Prion diseases such as Creutzfeldt-Jakob disease (CJD) in humans are known to be terminal and untreatable, but scientists at The Scripps Research Institute (TSRI) in Florida have found two drugs, already approved for human use, that have activity against the misfolded proteins. A variant form of CJD has been linked to consumption of beef from cattle infected with the prion disease Bovine Spongiform Encephalopathy (BSE).

The scientists found two drugs, tacrolimus and astemizole compounds that reduced the amount of the normal form of the prion protein (PrP) on cell surfaces by approximately 70 percent.

Of the two drugs, astemizole holds the greatest potential as a treatment, according to a TSRI news release.  Tacrolimus is an immune suppressant used in organ transplantation, but has risks including neurotoxicity. Astemizole is an antihistamine that was voluntarily withdrawn from the U.S. over-the-counter market in 1999 because of rare cardiac arrhythmias when used in high doses. It has, however, been widely available in more than 30 countries and has a well-established safety record. Astemizole crosses the blood-brain barrier and works effectively at a relatively low concentration, according to TSRI.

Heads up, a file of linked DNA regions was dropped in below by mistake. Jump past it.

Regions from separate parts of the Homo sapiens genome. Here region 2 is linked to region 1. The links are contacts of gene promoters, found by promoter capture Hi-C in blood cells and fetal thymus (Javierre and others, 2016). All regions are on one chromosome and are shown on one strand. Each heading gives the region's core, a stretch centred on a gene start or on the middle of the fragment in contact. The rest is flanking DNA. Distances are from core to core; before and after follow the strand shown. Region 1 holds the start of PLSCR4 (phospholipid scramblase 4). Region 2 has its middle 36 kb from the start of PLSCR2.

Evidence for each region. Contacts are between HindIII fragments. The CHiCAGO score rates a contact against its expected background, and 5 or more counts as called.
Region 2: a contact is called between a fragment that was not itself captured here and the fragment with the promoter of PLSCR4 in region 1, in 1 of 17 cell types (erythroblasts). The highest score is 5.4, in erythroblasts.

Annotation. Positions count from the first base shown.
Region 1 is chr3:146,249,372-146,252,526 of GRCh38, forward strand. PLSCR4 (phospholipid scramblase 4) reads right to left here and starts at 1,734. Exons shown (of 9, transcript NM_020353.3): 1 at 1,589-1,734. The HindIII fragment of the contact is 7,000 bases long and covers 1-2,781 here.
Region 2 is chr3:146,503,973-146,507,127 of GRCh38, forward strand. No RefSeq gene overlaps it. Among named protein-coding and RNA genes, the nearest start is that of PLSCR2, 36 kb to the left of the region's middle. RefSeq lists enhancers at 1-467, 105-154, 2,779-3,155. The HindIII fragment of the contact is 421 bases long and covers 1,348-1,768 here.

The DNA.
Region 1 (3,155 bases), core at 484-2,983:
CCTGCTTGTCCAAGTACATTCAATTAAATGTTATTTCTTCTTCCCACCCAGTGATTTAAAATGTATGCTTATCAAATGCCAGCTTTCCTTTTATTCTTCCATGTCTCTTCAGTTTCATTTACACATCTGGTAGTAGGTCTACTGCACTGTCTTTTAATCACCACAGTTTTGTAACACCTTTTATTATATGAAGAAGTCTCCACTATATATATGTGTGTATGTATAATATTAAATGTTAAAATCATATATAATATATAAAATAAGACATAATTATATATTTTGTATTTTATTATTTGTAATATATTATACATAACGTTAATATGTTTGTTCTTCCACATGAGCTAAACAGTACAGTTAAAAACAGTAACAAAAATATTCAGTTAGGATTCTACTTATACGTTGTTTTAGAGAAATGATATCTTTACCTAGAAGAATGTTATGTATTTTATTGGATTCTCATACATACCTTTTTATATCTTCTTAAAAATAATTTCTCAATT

The researchers say astemizole appears to stimulate autophagy, the process by which cells eliminate unwanted components, and which is involved in neurodegenerative diseases such as Alzheimer’s, Parkinson’s and Huntington’s diseases. Continued research on the drug could identify treatments for several related diseases.